Author + information
- Clara K. Chow, MBBS, PhD⁎,†,§,⁎ (, )
- Shofiqul Islam, MSc⁎,
- Leonelo Bautista, MD, DrPH∥,
- Zvonko Rumboldt, MD, PhD¶,
- Afzal Yusufali, MD#,
- Changchun Xie, PhD⁎,
- Sonia S. Anand, MD, PhD⁎,†,‡,
- James C. Engert, PhD⁎⁎,
- Sumathy Rangarajan, MSc⁎ and
- Salim Yusuf, DPhil⁎,†
- ↵⁎Reprint request and correspondence:
Dr. Clara K. Chow, Hamilton General Hospital, 237 Barton Street East, Hamilton, Ontario L8L 2X2, Canada
A parental history (PH) of coronary heart disease (CHD) is consistently associated with a higher risk of the development of CHD in several studies (1–9). It is generally accepted that this association is explained by a combination of predominantly known risk factors and genetic variants (10). Although many studies show that risk factors and genetic polymorphisms are significantly associated with myocardial infarction (MI), these studies fail to show how these associations may explain the relationship between PH and the risk of MI (11,12). Some previous studies established the independence of PH from common vascular risk factors (7); however, there are few large international studies that can establish the independence of PH from comprehensive measurements of behavioral, biological, psychosocial, and genetic risk factors, as reported in the INTERHEART study.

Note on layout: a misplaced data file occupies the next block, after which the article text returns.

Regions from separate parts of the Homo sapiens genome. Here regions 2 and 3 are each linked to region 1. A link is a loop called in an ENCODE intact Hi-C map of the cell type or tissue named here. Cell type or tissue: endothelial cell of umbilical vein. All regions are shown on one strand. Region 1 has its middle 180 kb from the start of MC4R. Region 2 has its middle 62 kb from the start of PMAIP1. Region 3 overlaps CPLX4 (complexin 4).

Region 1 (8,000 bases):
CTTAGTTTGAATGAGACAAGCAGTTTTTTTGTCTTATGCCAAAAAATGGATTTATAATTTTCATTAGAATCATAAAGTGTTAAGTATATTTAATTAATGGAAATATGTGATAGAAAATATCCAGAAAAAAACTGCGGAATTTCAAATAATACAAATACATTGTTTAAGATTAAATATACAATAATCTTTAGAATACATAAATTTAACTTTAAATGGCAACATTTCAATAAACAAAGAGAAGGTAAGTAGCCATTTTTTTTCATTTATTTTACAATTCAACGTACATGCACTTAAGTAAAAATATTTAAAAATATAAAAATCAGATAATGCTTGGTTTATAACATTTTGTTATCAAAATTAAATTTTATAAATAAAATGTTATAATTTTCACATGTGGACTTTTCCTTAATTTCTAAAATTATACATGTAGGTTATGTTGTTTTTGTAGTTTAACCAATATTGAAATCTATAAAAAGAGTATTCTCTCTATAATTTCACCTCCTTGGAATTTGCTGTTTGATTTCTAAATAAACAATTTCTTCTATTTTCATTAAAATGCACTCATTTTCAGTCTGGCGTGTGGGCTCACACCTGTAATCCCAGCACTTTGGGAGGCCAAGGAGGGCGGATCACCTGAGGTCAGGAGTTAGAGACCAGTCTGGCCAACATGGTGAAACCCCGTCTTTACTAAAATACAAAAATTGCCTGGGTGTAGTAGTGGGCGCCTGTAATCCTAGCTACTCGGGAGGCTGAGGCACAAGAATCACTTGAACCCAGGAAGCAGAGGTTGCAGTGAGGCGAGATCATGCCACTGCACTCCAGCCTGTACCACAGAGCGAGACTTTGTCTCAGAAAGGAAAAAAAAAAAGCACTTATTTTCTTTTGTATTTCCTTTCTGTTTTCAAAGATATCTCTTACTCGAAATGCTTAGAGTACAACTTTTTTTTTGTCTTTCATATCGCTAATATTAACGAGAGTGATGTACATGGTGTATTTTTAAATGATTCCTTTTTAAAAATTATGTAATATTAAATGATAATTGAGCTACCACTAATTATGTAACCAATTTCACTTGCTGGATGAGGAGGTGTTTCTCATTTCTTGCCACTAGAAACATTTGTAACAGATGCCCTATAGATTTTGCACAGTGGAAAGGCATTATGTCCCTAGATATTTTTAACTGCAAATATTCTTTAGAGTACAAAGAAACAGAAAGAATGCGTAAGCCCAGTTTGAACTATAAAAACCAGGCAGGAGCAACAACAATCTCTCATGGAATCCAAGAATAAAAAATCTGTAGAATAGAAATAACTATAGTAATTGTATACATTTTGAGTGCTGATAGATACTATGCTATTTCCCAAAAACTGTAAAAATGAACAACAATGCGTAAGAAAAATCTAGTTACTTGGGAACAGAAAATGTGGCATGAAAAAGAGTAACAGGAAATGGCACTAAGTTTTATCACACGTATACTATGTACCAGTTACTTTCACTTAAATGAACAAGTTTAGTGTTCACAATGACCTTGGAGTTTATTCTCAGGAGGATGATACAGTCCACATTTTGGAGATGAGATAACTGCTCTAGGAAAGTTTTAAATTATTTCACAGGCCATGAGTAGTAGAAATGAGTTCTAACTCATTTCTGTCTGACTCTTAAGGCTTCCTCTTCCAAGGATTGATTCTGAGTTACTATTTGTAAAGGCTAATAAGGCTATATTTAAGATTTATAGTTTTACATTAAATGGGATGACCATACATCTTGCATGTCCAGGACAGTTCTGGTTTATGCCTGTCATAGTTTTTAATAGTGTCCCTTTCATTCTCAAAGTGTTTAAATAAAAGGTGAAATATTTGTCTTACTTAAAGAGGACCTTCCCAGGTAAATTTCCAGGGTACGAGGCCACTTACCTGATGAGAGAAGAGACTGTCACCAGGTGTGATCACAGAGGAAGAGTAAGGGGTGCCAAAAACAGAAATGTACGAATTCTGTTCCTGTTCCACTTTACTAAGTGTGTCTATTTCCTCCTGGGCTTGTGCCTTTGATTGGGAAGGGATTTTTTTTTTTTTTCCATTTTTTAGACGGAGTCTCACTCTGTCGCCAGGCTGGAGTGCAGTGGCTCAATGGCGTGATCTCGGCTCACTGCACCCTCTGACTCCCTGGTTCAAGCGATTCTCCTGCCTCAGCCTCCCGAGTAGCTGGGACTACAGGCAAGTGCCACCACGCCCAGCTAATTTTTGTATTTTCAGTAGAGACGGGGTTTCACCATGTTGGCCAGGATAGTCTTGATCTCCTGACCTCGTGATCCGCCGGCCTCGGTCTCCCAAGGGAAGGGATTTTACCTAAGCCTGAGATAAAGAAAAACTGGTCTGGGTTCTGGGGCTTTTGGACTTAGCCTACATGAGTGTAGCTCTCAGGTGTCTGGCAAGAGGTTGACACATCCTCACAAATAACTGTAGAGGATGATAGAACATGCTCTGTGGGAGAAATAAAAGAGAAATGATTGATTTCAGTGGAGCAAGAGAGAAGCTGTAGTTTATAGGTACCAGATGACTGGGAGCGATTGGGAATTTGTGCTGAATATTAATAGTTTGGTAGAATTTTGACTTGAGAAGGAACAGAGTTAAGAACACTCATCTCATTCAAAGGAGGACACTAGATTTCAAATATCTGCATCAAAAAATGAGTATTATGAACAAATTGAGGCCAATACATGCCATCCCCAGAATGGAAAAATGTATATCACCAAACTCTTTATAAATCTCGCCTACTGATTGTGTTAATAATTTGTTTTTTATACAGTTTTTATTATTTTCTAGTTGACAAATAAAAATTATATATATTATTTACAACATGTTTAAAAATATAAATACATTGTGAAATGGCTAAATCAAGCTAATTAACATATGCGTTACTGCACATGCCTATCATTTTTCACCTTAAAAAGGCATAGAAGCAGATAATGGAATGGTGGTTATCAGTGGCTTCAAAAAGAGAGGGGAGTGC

The aims of this analysis were: 1) to examine whether the risk associated with a score of PH of MI (increasing with the number of affected parents and prematurity of PH) is independent of behavioral, biological, psychosocial, and genetic factors; and 2) to evaluate whether these findings are consistent across sex, age groups, socioeconomic groups, and world regions.
INTERHEART was a multinational case-control study that enrolled 15,152 cases presenting with a first MI and 14,820 controls matched for age and sex between February 1999 and March 2003. Details of selection criteria were reported previously (13). In the principal analysis of the INTERHEART study, cases and controls were excluded if they did not meet inclusion criteria (e.g., previous CHD) or had insufficient data, leaving 12,461 cases and 14,637 controls (13). For the present analysis, participants were also excluded if data on PH of cardiovascular disease (CVD) were incomplete. Therefore, 12,149 cases and 14,467 controls were included in the current analysis.
Data on demographic factors, socioeconomic status, biological risk factors (hypertension, diabetes, lipids, waist-to-hip ratio), behavioral risk factors (tobacco use, alcohol use, physical activity, fruit and vegetable intake), and psychosocial risk factors (depression, permanent stress, financial stress, stressful events, and perceived locus of control) (14) were obtained for all participants. Psychosocial risk factors were combined into a score based on categories of each of the factors listed previously, and this was detailed in a previous paper (14).